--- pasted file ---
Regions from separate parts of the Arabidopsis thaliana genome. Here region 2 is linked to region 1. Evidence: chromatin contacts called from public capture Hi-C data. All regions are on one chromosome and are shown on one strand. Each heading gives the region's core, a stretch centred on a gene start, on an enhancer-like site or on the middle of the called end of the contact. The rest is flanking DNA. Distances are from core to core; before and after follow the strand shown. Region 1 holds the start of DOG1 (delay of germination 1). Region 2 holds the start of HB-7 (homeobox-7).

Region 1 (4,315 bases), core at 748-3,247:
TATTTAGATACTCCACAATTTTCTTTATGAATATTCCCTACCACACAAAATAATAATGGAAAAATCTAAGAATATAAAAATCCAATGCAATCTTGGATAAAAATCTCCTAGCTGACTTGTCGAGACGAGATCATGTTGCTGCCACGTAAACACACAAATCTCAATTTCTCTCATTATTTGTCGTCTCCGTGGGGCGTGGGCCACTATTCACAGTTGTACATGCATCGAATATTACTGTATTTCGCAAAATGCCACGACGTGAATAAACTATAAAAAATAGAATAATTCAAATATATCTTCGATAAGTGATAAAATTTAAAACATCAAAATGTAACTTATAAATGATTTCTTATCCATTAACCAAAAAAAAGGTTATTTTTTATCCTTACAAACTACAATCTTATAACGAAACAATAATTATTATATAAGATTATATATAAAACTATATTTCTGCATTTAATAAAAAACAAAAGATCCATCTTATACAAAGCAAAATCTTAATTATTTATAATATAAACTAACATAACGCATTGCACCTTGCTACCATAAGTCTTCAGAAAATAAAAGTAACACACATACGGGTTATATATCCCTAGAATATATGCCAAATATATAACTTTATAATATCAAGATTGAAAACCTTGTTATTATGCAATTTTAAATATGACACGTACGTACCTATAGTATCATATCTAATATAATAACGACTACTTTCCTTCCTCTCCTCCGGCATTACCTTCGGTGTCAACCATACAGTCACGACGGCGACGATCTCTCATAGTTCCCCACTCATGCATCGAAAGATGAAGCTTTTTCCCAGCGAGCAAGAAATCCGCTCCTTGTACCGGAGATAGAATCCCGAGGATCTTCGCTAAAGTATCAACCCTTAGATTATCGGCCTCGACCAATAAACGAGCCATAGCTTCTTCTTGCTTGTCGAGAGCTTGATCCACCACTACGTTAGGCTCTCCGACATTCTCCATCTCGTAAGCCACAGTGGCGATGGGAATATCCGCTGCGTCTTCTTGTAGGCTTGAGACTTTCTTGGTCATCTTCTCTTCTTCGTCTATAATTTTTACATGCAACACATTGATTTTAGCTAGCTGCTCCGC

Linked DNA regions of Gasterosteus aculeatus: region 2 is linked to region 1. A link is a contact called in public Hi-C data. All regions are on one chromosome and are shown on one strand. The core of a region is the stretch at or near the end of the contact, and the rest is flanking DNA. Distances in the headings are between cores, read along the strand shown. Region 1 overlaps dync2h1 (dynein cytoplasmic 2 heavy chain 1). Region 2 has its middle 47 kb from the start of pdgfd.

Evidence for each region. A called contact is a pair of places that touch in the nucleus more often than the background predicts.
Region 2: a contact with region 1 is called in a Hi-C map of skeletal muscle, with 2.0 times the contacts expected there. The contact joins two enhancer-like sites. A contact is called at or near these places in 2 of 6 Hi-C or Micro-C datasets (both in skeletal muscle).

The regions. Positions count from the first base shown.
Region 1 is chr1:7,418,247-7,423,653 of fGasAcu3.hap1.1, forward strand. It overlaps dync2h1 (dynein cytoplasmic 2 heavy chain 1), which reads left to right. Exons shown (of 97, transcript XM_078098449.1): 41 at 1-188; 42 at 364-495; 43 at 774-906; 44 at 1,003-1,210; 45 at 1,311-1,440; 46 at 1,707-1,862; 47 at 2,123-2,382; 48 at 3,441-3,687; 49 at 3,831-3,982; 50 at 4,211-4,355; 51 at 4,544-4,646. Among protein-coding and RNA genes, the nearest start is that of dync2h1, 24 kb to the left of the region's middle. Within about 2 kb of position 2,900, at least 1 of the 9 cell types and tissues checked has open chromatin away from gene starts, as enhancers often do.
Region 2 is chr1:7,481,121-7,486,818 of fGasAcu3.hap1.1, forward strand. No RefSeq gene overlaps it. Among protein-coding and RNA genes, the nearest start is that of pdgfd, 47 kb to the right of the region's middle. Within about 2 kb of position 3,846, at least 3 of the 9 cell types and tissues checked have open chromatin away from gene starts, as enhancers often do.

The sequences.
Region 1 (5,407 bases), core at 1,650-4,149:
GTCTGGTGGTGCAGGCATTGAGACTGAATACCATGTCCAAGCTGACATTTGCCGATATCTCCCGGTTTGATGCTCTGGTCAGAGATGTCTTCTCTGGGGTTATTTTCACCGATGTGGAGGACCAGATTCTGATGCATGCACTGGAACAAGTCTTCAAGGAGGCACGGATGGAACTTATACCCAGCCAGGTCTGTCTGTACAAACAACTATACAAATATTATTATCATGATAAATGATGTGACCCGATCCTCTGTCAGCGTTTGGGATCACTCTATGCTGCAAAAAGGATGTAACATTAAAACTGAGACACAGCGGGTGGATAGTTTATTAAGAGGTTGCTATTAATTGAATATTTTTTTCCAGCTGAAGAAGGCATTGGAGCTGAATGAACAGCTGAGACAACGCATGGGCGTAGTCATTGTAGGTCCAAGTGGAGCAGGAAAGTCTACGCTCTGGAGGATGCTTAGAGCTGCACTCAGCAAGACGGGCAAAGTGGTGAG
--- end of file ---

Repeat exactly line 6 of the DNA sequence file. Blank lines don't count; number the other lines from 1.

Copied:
Region 2: a contact with region 1 is called in a Hi-C map of skeletal muscle, with 2.0 times the contacts expected there. The contact joins two enhancer-like sites. A contact is called at or near these places in 2 of 6 Hi-C or Micro-C datasets (both in skeletal muscle).